On September 19–20, 1863, the battle of Chickamauga was fought. Once again, the Thirty-second Texas was called upon to be in the initial assaulting force. In about thirty minutes, the regiment lost more than half of its strength. Every single mounted officer's horse was shot from underneath him, and Colonel Andrews suffered a severe wound to his thigh. The battle of Chickamauga was the worst fight of the whole war for the officers and men of the Thirty-second Texas Cavalry. The unit's losses were reported as 13 killed, 65 wounded, and 40 missing—a total of 118 out of the 217 officers and men engaged.
In May 1864 Andrews's Thirty-second Texas Cavalry was the smallest regiment in the smallest brigade in the second smallest division of the Army of Tennessee. Over the next few months, they fought almost daily in a series of skirmishes referred to by old veterans as "the one hundred days fight." Beginning on May 14, 1864, the Thirty-second was engaged at Cassville, New Hope Church, Latimer House, Smyrna, the Chattahoochie crossing, Peachtree Creek, the battle of Atlanta, and Lovejoy's Station, including the tedium and almost daily losses during the time of the siege. The Thirty-second lost eleven killed and thirty-five wounded during these battles.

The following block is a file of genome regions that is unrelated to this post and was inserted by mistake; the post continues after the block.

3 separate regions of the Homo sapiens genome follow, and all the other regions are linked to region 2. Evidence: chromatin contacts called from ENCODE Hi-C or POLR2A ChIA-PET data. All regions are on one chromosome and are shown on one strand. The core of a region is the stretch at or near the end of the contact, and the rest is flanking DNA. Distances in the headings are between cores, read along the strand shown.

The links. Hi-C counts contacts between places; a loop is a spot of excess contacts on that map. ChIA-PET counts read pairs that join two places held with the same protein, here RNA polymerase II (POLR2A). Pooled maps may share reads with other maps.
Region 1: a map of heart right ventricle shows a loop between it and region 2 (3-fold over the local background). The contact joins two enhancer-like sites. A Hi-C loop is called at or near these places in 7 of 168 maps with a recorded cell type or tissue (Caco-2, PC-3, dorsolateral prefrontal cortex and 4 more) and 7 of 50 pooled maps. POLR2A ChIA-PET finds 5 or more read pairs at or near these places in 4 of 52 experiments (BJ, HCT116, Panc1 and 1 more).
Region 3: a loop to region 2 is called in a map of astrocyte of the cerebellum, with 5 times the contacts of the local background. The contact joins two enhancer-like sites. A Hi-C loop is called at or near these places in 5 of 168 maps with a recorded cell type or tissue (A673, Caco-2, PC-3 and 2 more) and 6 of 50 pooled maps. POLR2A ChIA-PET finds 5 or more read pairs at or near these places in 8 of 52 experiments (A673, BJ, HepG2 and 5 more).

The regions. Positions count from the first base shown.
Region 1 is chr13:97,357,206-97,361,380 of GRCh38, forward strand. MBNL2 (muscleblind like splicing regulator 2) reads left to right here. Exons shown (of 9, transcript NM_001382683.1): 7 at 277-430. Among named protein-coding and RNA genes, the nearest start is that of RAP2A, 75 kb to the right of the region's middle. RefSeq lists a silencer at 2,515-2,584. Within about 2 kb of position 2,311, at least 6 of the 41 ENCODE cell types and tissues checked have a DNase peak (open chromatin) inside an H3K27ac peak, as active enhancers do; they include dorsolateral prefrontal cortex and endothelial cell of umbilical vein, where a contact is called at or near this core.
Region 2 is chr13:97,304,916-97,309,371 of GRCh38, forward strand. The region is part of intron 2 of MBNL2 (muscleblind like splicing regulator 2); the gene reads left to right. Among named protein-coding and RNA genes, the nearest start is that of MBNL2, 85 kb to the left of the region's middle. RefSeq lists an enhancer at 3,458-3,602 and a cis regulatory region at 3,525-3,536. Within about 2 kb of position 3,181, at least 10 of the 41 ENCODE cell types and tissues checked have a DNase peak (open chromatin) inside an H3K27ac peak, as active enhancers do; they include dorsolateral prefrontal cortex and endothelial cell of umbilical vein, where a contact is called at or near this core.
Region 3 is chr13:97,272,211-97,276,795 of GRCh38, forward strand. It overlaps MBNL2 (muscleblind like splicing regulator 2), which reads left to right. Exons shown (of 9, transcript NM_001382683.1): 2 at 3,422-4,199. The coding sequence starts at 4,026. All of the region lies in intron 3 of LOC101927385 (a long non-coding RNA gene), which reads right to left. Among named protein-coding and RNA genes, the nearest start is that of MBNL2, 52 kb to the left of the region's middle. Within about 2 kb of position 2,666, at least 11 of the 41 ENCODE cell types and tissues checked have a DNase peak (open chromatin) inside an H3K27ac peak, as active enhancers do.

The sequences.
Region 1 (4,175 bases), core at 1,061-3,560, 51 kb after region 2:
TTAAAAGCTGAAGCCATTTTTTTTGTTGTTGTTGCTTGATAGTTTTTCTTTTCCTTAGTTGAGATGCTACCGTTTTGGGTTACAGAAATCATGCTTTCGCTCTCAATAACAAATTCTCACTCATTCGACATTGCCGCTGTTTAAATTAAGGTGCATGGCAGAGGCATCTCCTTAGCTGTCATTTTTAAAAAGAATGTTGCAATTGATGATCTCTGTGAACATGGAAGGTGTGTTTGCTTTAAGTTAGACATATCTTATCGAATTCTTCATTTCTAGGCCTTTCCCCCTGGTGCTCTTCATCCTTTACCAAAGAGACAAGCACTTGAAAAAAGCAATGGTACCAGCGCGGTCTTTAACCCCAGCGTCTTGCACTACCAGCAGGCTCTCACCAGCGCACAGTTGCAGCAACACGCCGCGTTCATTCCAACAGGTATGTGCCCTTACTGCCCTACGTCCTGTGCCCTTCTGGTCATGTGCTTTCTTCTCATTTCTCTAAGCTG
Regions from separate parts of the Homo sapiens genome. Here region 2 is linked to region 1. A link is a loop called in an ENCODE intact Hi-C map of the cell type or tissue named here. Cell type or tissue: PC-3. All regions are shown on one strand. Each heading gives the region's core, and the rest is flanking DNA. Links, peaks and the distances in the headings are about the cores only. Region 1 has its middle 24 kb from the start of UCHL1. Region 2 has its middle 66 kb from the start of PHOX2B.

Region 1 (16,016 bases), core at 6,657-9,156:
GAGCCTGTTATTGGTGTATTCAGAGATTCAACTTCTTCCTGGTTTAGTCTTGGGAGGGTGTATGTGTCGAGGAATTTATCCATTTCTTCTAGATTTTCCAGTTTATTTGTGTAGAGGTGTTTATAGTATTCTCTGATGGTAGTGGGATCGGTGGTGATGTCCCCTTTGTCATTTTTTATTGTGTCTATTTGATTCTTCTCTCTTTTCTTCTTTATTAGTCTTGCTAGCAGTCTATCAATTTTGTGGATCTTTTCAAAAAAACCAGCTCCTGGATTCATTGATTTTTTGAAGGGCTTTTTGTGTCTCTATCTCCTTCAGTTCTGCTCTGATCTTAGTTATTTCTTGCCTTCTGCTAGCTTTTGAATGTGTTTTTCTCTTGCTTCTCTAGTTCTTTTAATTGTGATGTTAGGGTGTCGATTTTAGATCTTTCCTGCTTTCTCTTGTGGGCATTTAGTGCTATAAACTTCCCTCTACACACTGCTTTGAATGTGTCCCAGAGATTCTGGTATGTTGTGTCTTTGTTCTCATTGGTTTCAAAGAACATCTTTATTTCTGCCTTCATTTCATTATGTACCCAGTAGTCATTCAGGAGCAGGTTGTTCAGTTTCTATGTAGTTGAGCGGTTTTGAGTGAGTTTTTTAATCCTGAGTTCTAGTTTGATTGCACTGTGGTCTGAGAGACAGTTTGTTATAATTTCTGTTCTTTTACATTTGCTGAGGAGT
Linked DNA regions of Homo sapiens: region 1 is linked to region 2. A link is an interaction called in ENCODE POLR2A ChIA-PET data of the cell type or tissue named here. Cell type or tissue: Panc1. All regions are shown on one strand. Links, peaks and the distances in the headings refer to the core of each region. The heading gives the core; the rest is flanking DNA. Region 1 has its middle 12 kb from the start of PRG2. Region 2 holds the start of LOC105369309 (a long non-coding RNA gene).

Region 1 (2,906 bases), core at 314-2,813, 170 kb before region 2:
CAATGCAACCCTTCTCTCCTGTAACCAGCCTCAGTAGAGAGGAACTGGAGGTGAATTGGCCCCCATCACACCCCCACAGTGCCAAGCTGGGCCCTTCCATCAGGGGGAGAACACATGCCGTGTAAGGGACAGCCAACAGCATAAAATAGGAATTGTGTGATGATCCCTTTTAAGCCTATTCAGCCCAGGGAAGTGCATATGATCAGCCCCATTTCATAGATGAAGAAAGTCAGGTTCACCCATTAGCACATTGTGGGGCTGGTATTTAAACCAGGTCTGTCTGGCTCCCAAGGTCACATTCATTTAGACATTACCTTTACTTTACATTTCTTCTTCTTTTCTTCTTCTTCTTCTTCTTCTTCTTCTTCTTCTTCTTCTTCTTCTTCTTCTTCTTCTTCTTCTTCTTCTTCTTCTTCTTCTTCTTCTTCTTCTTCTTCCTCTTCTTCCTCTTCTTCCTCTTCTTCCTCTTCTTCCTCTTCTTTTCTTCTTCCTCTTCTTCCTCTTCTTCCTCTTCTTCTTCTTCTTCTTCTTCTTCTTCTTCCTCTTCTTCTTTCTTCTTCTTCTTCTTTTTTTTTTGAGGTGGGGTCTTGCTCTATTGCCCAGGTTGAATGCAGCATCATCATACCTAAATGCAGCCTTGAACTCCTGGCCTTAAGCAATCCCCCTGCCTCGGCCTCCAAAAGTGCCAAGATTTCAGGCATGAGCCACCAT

On October 5, 1864, the Thirty-second Texas Cavalry was at Allatoona, Georgia. The unit was assigned to guard the artillery and not directly involved in the fight, but Capt. William Somerville led a detachment upon a raid of a Federal warehouse. He was shot in the stomach, believed fatally, and listed as killed by General French in his official report. However, Somerville survived his wound, thanks to the care he received from Federal surgeons. Following the war, Somerville was able to return to Red River County where he died in 1917, having survived his Allatoona "death" wound by fifty-three years.
After Allatoona, Colonel Andrews of the Thirty-second was placed in command of the brigade. The regiment missed the bloody battle of Franklin, fought on November 30, 1864, as they were guarding the army's pontoon bridges. They proceeded on to Nashville, where on December 4, 1864, Col. Andrews was severely wounded—his second serious wound of the war—and sent to West Point, Mississippi, to recover.
The Thirty-second fought at the battle of Nashville on December 15–16, 1864. Afterward, they retreated with the rest of the Army of Tennessee back through Franklin. Complete losses are unknown, but the Thirty-second Texas had at least four wounded and thirteen captured.
Ector's Brigade, including the Thirty-second Texas, now numbered only about 500 men but were part of a handpicked force to serve as the rear guard of the Army of Tennessee, which was considered the post of honor. In January 1865 several officers from the Thirty-second Texas were furloughed: Maj. William E. Estes; Quartermaster John S. Fowlkes; and Surgeon Hugh G. McClarty. They had all been with the regiment since its inception.